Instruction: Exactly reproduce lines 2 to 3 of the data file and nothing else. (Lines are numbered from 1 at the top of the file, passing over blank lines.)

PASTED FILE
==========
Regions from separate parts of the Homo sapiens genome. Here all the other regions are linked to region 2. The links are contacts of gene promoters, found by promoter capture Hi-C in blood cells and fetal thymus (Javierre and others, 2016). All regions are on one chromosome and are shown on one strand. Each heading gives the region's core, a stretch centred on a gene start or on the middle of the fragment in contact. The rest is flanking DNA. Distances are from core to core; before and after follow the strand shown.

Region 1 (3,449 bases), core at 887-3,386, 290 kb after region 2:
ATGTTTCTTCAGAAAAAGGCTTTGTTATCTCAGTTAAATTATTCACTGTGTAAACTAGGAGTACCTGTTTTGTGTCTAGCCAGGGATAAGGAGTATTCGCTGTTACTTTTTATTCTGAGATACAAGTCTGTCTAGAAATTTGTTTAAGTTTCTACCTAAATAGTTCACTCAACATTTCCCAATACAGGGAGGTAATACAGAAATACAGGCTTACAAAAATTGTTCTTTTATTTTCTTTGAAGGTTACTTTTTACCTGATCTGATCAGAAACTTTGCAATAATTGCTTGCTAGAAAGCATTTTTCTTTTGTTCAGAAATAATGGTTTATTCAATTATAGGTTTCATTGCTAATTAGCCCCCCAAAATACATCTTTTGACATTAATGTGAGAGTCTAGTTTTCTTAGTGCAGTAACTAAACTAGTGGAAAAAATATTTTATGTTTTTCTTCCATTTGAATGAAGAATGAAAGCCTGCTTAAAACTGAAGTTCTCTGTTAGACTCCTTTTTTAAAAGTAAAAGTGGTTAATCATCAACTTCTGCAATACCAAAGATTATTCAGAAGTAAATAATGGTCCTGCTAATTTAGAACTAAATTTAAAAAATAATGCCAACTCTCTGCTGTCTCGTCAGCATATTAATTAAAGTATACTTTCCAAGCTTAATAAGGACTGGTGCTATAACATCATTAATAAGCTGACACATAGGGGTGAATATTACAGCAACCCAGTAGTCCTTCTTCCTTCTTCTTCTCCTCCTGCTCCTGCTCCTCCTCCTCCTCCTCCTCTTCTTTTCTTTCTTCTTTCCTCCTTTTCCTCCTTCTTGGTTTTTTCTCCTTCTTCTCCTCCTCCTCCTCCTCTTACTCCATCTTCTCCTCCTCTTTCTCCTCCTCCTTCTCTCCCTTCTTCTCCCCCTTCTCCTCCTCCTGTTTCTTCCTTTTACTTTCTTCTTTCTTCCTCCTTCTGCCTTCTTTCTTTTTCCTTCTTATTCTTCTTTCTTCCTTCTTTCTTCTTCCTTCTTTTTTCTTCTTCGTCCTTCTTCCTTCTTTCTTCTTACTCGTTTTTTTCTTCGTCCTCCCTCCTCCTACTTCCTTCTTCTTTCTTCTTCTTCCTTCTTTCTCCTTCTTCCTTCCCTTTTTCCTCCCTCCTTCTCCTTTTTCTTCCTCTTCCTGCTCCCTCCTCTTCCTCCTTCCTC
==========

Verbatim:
Region 1 (3,449 bases), core at 887-3,386, 290 kb after region 2:
ATGTTTCTTCAGAAAAAGGCTTTGTTATCTCAGTTAAATTATTCACTGTGTAAACTAGGAGTACCTGTTTTGTGTCTAGCCAGGGATAAGGAGTATTCGCTGTTACTTTTTATTCTGAGATACAAGTCTGTCTAGAAATTTGTTTAAGTTTCTACCTAAATAGTTCACTCAACATTTCCCAATACAGGGAGGTAATACAGAAATACAGGCTTACAAAAATTGTTCTTTTATTTTCTTTGAAGGTTACTTTTTACCTGATCTGATCAGAAACTTTGCAATAATTGCTTGCTAGAAAGCATTTTTCTTTTGTTCAGAAATAATGGTTTATTCAATTATAGGTTTCATTGCTAATTAGCCCCCCAAAATACATCTTTTGACATTAATGTGAGAGTCTAGTTTTCTTAGTGCAGTAACTAAACTAGTGGAAAAAATATTTTATGTTTTTCTTCCATTTGAATGAAGAATGAAAGCCTGCTTAAAACTGAAGTTCTCTGTTAGACTCCTTTTTTAAAAGTAAAAGTGGTTAATCATCAACTTCTGCAATACCAAAGATTATTCAGAAGTAAATAATGGTCCTGCTAATTTAGAACTAAATTTAAAAAATAATGCCAACTCTCTGCTGTCTCGTCAGCATATTAATTAAAGTATACTTTCCAAGCTTAATAAGGACTGGTGCTATAACATCATTAATAAGCTGACACATAGGGGTGAATATTACAGCAACCCAGTAGTCCTTCTTCCTTCTTCTTCTCCTCCTGCTCCTGCTCCTCCTCCTCCTCCTCCTCTTCTTTTCTTTCTTCTTTCCTCCTTTTCCTCCTTCTTGGTTTTTTCTCCTTCTTCTCCTCCTCCTCCTCCTCTTACTCCATCTTCTCCTCCTCTTTCTCCTCCTCCTTCTCTCCCTTCTTCTCCCCCTTCTCCTCCTCCTGTTTCTTCCTTTTACTTTCTTCTTTCTTCCTCCTTCTGCCTTCTTTCTTTTTCCTTCTTATTCTTCTTTCTTCCTTCTTTCTTCTTCCTTCTTTTTTCTTCTTCGTCCTTCTTCCTTCTTTCTTCTTACTCGTTTTTTTCTTCGTCCTCCCTCCTCCTACTTCCTTCTTCTTTCTTCTTCTTCCTTCTTTCTCCTTCTTCCTTCCCTTTTTCCTCCCTCCTTCTCCTTTTTCTTCCTCTTCCTGCTCCCTCCTCTTCCTCCTTCCTC